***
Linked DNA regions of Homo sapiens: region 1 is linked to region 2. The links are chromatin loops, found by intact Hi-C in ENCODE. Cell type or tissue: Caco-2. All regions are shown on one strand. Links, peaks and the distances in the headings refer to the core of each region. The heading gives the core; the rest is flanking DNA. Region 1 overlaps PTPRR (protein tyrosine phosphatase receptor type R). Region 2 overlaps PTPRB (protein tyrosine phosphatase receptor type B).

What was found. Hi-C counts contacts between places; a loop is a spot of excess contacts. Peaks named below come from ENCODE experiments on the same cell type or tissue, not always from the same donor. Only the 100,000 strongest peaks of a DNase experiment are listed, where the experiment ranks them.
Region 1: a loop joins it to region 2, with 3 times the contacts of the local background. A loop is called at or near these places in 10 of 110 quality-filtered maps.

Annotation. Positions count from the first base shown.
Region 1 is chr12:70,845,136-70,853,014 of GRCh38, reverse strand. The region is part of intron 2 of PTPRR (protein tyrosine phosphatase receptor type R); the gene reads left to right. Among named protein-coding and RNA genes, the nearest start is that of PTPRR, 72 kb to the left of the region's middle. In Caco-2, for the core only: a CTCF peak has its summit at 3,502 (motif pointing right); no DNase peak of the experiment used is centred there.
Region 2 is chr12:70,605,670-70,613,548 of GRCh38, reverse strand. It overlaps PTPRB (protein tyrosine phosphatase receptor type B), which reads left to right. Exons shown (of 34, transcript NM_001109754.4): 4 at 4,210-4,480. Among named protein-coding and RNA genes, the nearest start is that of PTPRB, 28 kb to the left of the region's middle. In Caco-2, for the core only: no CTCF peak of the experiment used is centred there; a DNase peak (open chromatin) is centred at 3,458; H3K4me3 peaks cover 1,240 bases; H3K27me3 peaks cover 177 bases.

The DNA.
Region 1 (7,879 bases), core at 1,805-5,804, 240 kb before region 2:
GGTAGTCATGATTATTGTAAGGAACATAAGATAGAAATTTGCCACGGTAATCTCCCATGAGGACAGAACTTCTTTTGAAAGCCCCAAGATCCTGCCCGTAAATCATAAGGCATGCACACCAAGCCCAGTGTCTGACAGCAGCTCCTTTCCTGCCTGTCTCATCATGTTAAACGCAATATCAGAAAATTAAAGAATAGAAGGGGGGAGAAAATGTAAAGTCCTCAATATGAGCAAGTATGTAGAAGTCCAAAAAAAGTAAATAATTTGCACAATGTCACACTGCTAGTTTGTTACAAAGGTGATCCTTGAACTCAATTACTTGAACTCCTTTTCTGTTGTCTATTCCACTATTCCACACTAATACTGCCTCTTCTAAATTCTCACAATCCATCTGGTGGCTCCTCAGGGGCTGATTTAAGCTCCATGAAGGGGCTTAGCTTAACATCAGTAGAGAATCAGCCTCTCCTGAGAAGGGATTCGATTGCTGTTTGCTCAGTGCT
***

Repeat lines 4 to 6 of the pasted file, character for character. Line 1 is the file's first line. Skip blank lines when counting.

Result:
Annotation. Positions count from the first base shown.
Region 1 is chr12:70,845,136-70,853,014 of GRCh38, reverse strand. The region is part of intron 2 of PTPRR (protein tyrosine phosphatase receptor type R); the gene reads left to right. Among named protein-coding and RNA genes, the nearest start is that of PTPRR, 72 kb to the left of the region's middle. In Caco-2, for the core only: a CTCF peak has its summit at 3,502 (motif pointing right); no DNase peak of the experiment used is centred there.
Region 2 is chr12:70,605,670-70,613,548 of GRCh38, reverse strand. It overlaps PTPRB (protein tyrosine phosphatase receptor type B), which reads left to right. Exons shown (of 34, transcript NM_001109754.4): 4 at 4,210-4,480. Among named protein-coding and RNA genes, the nearest start is that of PTPRB, 28 kb to the left of the region's middle. In Caco-2, for the core only: no CTCF peak of the experiment used is centred there; a DNase peak (open chromatin) is centred at 3,458; H3K4me3 peaks cover 1,240 bases; H3K27me3 peaks cover 177 bases.